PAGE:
Should Cyclists Adapt Training to Their Menstrual Cycle?

By Jiri Kaloc

Is there enough evidence to make recommendations for training based on phases of the menstrual cycle? A new study set out to answer a question that many female cyclists could be asking their coaches. Let’s take a closer look at what they found.

Very little evidence for training based on menstrual-cycle phase

Researchers from McMaster University in Canada and Manchester metropolitan University in the UK joined forces and evaluated all relevant meta-analyses and systematic reviews about the impact of menstrual-cycle phase on resistance exercise performance and training adaptations. Their main conclusion was that there is very little, weak and inconsistent evidence that would support menstrual-cycle training when it comes to strength, exercise performance, and muscle growth.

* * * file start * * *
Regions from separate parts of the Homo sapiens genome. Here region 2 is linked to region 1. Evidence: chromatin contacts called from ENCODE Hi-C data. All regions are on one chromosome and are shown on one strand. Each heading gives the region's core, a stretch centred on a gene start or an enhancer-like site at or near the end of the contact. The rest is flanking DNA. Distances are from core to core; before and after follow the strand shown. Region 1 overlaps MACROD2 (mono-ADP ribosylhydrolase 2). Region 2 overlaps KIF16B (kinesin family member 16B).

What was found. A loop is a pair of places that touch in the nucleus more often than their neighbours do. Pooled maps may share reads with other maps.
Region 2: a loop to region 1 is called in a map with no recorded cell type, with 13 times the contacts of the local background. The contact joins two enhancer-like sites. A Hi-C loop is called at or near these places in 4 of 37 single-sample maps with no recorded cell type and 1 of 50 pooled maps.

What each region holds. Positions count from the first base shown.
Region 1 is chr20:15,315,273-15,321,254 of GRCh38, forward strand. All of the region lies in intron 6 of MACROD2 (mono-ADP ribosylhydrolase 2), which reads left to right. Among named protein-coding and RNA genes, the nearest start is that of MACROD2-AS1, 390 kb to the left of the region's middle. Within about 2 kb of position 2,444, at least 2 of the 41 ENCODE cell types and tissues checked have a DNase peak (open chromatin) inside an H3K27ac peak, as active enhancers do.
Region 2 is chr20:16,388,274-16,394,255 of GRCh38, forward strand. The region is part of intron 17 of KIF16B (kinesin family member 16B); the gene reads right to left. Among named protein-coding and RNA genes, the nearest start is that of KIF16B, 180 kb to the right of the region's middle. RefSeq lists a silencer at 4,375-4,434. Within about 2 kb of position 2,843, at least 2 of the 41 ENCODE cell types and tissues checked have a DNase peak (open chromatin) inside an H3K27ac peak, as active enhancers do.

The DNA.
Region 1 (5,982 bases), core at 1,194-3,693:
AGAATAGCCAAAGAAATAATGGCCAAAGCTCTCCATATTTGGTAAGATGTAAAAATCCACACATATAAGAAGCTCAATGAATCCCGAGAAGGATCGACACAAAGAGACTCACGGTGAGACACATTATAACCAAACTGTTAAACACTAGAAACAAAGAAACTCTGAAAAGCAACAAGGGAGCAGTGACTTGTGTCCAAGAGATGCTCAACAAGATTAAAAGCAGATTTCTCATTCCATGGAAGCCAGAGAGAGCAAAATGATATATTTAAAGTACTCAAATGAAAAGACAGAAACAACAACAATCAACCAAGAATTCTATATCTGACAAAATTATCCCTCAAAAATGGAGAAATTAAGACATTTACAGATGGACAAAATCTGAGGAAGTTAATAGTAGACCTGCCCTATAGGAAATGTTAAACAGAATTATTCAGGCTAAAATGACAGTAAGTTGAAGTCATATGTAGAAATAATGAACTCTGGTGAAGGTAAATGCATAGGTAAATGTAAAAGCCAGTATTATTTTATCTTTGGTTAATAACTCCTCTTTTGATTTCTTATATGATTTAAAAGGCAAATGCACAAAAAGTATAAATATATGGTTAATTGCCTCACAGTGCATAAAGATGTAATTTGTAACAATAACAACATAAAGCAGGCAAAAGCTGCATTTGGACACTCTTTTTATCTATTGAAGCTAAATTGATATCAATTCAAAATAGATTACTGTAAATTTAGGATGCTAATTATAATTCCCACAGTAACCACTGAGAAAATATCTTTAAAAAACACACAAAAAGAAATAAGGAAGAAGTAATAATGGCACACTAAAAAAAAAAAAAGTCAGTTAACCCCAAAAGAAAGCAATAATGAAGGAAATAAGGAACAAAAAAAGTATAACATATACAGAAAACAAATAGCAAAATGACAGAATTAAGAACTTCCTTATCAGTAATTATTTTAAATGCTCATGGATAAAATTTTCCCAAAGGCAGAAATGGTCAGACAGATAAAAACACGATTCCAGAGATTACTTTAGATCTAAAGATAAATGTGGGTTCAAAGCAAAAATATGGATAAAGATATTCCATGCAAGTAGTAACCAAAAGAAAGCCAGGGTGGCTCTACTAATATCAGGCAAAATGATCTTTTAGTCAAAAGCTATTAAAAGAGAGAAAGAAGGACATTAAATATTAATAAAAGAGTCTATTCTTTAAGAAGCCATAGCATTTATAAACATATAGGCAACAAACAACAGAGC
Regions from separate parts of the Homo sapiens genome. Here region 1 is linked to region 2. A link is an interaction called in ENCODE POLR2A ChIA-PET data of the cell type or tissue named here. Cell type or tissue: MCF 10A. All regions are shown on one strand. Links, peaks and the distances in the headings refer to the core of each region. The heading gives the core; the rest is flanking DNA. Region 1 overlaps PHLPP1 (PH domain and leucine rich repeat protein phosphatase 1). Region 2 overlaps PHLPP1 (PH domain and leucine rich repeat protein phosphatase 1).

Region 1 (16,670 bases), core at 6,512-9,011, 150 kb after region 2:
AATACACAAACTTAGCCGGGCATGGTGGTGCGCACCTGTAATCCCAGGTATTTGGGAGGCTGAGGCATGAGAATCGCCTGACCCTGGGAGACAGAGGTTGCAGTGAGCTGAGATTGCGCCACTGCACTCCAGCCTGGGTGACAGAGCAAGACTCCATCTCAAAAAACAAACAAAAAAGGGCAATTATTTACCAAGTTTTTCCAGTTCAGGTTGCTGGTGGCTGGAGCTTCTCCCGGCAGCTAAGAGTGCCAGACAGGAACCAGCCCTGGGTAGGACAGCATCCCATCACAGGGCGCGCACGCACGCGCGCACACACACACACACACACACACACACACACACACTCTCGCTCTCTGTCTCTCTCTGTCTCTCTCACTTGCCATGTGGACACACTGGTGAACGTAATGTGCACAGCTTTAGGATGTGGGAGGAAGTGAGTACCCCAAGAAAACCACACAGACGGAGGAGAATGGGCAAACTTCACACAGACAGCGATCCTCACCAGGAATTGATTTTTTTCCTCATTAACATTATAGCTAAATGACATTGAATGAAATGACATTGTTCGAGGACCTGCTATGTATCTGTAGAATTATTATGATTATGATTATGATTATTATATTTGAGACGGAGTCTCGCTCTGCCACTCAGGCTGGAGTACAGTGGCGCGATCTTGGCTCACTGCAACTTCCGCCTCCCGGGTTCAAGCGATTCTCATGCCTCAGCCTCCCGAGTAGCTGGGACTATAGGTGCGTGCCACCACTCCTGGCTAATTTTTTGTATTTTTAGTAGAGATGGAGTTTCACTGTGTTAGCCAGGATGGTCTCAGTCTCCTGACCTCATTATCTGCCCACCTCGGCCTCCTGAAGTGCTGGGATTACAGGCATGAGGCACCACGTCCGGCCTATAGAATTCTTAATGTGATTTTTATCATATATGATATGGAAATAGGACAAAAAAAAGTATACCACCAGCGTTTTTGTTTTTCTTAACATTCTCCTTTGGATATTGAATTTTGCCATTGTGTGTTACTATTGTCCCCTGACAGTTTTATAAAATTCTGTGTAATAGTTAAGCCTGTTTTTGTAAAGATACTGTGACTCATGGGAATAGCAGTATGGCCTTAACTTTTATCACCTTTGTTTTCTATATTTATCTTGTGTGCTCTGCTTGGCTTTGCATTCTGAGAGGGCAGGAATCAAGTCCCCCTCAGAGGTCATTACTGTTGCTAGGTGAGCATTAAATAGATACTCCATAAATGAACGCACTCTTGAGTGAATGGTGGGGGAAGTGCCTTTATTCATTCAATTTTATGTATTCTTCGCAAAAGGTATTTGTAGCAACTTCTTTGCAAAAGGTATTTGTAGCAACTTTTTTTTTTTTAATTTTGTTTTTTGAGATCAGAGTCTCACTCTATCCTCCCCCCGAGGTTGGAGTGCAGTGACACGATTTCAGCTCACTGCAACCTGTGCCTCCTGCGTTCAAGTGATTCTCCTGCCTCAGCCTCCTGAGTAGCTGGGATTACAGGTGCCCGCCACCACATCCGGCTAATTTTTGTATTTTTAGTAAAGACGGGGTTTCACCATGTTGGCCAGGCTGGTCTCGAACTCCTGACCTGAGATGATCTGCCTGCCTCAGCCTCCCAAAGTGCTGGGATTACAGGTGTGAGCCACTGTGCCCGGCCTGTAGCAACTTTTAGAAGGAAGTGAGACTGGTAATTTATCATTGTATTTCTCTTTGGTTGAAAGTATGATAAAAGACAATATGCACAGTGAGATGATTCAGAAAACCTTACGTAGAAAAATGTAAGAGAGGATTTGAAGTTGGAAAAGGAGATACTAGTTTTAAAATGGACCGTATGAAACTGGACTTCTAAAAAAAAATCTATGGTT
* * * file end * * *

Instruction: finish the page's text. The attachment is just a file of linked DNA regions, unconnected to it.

On top of this, there are studies comparing muscle growth resulting from resistance training between men and women and they show equivalent relative gains in muscle size and strength. These findings make it clear that there are big differences among individuals. But these studies also show that it’s unlikely that there are big differences within one person. Based on the overall current evidence, it would be too soon to say that it’s important to adapt training to the phase of the menstrual cycle.

Should you take menstrual cycle into consideration?

Even though the evidence currently doesn’t show that menstrual cycle has a significant effect on training adaptations and performance, it could still be one of the factors you or your coach consider. After all, you know how much menstrual symptoms influence your ability to train and perform on the bike. But you always have to compare this to other key factors that impact athletic training and performance, such as the following:

  • Short- and long-term goals
  • Amount of fatigue
  • Sleep quality
  • Stress levels
  • Injury
  • Motivation
  • Training-related logistics

You may find that making adjustments in your training plan based on the phase of your menstrual cycle works for you. That’s great, so definitely keep doing that if that’s the case. But for the average person out there, making training prescriptions based on cyclical hormonal changes is not an evidence-based approach.